My Silver Bay is growing like crazy & is currently in a 10″ pot. Early next spring I’ll divide it into 2 plants & put them in 10″ pots. Stay tuned for that.

I’ve done a Guide to Repotting Plants which I think you’ll find helpful, especially if you’re a beginning gardener.

Pruning

Not much is needed. The main reasons to prune this plant are for propagation or to prune off the occasional lower yellow leaf or spent flower.

Just make sure your Pruners Are Clean & Sharp before you do any pruning.

4 aglaonema first diamonds in white grow pots sit on the floor in a row

Oh my goodness, Aglaonema First Diamond is quite the looker for you fans of green & white!

Propagation

I’ve always propagated Chinese Evergreens by division & this has worked very well. I’ll be dividing my Silver Bay next spring & you’ll see how I do it.

If yours gets leggy over time then simply cut the stems down to a couple of inches above the soil line to rejuvenate & stimulate new growth.  Cut the stems with the foliage back to 4-8″ & propagate them in a light mix.

I’ve rooted Aglaonema stems in water but never got around to planting them in the soil. I’m not sure how they transfer over from water into soil for the long haul.

Pests

Mine have never gotten any. On commercial accounts I saw Aglaonemas with mealybugs & spider mites.  Keep an eye out for aphids & scale too. I’ve done posts on mealybugs & aphids, spider mites & scale so you can identify & treat early on.

Pests can travel from houseplant to houseplant fast so make you get them under control as soon as you see them.

Pet Safety

Chinese Evergreens are considered to be toxic to pets. I consult the ASPCA website for my info on this subject & see in what way the plant is toxic. Here’s more info on this for you. Most houseplants are toxic to pets in some way & I want to share my thoughts with you regarding this topic.

close up of the spathe flower & foliage of an aglaonema red

The spathe flower of my Aglaonema Siam Red. The stems are a beautiful pink color. 

Flowers

Oh yes! They are a spathe type flower which you see above. My Aglaonema Red has been in flower for 5 months now & still has some blooms on it. The spathe is light green & the spadix (the center part) is white. My Ag. Maria bloomed also but the flowers were much smaller & shorter lived & more of an ivory color.

I’ve heard that it’s good to remove the flowers because they zap energy from the plant. I leave them on & haven’t found that to be true. I cut them off (down to the base) when the spathe & spadix are both dead. Maybe I’m missing something but I like to look at them!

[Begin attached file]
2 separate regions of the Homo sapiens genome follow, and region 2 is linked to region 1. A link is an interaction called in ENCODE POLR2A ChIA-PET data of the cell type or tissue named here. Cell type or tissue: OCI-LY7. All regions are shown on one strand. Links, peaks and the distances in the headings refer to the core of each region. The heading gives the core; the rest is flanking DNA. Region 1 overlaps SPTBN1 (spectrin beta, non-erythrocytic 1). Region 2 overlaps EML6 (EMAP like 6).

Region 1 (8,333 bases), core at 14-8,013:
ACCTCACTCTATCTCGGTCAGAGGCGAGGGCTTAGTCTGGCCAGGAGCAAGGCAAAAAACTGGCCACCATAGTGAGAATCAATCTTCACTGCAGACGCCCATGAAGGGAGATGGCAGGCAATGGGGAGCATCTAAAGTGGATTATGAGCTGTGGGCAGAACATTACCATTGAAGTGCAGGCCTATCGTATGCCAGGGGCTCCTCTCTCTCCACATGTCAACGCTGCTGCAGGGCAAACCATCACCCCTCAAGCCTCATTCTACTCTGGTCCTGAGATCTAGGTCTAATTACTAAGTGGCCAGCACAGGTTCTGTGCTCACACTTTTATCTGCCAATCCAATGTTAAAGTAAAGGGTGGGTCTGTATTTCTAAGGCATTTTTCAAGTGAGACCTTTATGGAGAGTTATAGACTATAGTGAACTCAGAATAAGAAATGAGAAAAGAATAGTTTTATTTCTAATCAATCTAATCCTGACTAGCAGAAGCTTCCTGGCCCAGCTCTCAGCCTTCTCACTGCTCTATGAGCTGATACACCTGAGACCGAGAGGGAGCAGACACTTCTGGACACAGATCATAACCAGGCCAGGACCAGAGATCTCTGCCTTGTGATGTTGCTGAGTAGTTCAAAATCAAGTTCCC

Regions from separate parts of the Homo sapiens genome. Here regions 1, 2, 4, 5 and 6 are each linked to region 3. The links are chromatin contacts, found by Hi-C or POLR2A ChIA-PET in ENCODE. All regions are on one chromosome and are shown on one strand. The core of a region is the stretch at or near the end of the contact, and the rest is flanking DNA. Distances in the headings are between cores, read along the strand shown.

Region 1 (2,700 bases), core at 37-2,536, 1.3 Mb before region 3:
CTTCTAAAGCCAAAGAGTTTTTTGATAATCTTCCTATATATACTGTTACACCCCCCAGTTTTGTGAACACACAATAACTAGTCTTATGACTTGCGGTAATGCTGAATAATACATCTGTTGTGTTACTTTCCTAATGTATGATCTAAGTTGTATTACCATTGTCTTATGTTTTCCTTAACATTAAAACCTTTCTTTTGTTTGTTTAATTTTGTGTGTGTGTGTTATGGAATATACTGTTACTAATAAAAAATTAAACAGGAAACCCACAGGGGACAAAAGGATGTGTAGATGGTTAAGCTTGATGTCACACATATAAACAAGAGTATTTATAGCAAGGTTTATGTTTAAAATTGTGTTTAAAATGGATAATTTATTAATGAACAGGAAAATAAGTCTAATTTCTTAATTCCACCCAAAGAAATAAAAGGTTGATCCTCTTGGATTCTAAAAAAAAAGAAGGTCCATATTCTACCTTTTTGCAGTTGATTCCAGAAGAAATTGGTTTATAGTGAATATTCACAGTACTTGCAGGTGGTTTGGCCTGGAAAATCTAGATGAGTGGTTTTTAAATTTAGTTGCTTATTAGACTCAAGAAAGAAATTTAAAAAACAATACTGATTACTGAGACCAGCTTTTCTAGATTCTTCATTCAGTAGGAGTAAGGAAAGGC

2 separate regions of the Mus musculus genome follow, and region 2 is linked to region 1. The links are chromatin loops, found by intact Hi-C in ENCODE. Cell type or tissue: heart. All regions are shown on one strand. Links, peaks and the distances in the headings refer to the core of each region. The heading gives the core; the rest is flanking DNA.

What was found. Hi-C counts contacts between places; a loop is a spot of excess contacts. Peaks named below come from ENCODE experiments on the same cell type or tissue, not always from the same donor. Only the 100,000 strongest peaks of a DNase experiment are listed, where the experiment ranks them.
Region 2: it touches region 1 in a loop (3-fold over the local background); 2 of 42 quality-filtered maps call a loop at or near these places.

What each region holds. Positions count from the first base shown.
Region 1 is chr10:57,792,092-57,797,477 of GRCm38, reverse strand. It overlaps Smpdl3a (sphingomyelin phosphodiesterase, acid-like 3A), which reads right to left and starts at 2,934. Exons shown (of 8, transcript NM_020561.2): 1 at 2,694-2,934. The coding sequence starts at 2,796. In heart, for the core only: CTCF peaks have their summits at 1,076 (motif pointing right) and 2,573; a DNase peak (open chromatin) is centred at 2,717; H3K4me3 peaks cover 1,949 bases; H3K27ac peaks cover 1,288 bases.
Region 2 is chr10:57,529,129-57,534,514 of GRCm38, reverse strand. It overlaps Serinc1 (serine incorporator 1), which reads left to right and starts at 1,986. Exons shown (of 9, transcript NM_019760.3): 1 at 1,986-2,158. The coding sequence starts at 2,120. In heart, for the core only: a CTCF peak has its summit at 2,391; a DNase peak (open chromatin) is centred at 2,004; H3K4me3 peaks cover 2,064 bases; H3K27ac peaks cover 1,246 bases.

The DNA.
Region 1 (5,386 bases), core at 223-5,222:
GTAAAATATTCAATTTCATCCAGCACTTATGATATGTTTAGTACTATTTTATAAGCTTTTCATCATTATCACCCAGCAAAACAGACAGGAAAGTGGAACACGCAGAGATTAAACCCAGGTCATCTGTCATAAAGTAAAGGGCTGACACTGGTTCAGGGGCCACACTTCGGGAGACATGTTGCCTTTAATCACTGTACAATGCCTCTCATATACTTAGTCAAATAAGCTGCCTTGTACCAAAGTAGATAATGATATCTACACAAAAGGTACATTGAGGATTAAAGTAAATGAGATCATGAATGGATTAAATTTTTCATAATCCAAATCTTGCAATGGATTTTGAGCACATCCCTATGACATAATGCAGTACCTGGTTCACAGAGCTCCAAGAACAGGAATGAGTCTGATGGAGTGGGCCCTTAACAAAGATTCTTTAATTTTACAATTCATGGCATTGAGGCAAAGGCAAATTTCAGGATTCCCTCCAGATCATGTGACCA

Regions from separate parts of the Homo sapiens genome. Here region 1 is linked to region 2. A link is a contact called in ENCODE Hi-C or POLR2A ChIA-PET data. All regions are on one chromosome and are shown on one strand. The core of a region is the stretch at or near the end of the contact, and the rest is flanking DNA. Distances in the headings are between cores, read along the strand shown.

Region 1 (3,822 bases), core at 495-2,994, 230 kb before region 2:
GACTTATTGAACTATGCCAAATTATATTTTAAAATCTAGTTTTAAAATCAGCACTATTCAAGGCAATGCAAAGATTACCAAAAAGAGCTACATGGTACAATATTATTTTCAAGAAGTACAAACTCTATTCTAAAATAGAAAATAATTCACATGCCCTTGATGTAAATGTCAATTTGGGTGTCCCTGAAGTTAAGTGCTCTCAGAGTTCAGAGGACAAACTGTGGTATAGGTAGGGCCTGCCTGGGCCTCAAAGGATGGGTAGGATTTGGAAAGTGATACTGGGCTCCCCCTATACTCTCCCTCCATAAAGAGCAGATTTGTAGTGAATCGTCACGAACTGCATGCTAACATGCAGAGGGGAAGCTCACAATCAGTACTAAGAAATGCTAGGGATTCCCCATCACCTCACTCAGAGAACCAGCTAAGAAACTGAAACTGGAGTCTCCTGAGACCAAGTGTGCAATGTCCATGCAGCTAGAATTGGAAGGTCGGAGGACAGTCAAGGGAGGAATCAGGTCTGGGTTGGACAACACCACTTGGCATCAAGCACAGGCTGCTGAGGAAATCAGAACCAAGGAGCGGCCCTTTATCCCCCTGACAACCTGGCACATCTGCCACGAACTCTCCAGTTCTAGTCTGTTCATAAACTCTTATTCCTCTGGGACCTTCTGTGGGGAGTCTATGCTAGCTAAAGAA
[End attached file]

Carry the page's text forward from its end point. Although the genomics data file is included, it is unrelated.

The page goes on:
Chinese Evergreen Care Tips

Yellow leaves can be due to quite a few causes. The most common are: too dry, too wet or a pest infestation. If the lowest leaves are occasionally turning yellow, no worries as this are the normal growth habit of this plant.

Small brown tips are just a reaction to the dry air in our homes.

Be sure to rotate your Aglaonemas every few months so they get sunlight from all sides.

More easy office/desk plants: 15 Easy Care Office Plants for Your Desk

close up of the spathe flower of a spathiphyllum peace lily

Here’s another spathe flower – this is the very popular Spathiphyllum or Peace Lily. I think this is harder to maintain than an Aglaonema. Plus, where’s the jazzy foliage?

These plants are all called Chinese Evergreens as a group. This is actually the common name for the Agalonema commutatum but I think it evolved for all Aglaonemas because they were so few varieties back in the day.

More great plants for beginning houseplant gardeners:

Aglaonemas, Ags, Chinese Evergreens. Whatever you call them they’re awesome houseplants well worth having and you’ll love the easy care. Their fabulous foliage will win you over! I hope you found my Chinese Evergreen care roundup to be useful.

Do you want to try an Aglaonema or 2?  Here are Silver Bay, Siam Red & White Calcite (similar to First Diamond) available online from Costa Farms.

Happy gardening,

Signed by Nell Foster

OTHER HELPFUL GUIDES:

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24 Comments

  1. Hello!

    Thanks for your article this is extremely helpful. I’m experiencing some issues with my Chinese evergreen “silver bay” and came here for help. The leaves are losing their color and some are turning brown. I’ve eliminated any bugs since there’s so sign of that. And I don’t think it’s water or sunlight related since I’ve tried a few different methods over the last month. I’ve resorted today to repotting with fresh soil. But, I am still unsure why this happened if I should prune the plant at all? Or, wondering if I should use fertilizer or any sprays? I’d love for your advice!

    Thanks,
    Keri

  2. Keri – Sounds like a watering issue. I don’t fertilize my houseplants but I do feed them with worm compost & Eleanor’s. Nell

  3. I just received one as a gift; thank you for all the useful information! I had no idea how to care for it, as there was no little card in the pot.

  4. You’re welcome Joyce! Just know that if you have 1 with a lot of variegation in the leaves (white, pink or red) it’ll need a bit more light. Nell

  5. Thank you for the great information. I have a Siam Red Ag which I’ve had for several years. When it gets any height to it, it leans over. Are they supposed to grow straight up, or is being ‘top heavy’ normal? It’s not really losing its lower leaves except occasionally.

  6. Hi Cathy – This variety doesn’t have really strong stems. I know, I have one! They tend to get top-heavy & lean as they age. Nell

  7. Thank you for this very informative page…….I do have a question: I am a novice gardener and have a Siam with pink/green leaves and bunches of the white flower stems, but just before the white flower is about to open up, it turns a dark brown and dies. The plant is healthy and produces new leaves regularly, but why are the curved flowers dying off just before they open? Thank you! Marilyn in central Florida.

  8. The last few years my Chinese evergreen flowers turn brown before they ever bloom…the leaves are great, but I miss the flowers!

  9. Hi Marilyn – A few common reasons why: It could be too much water, too much fertilizer or water with too high a mineral content. Nell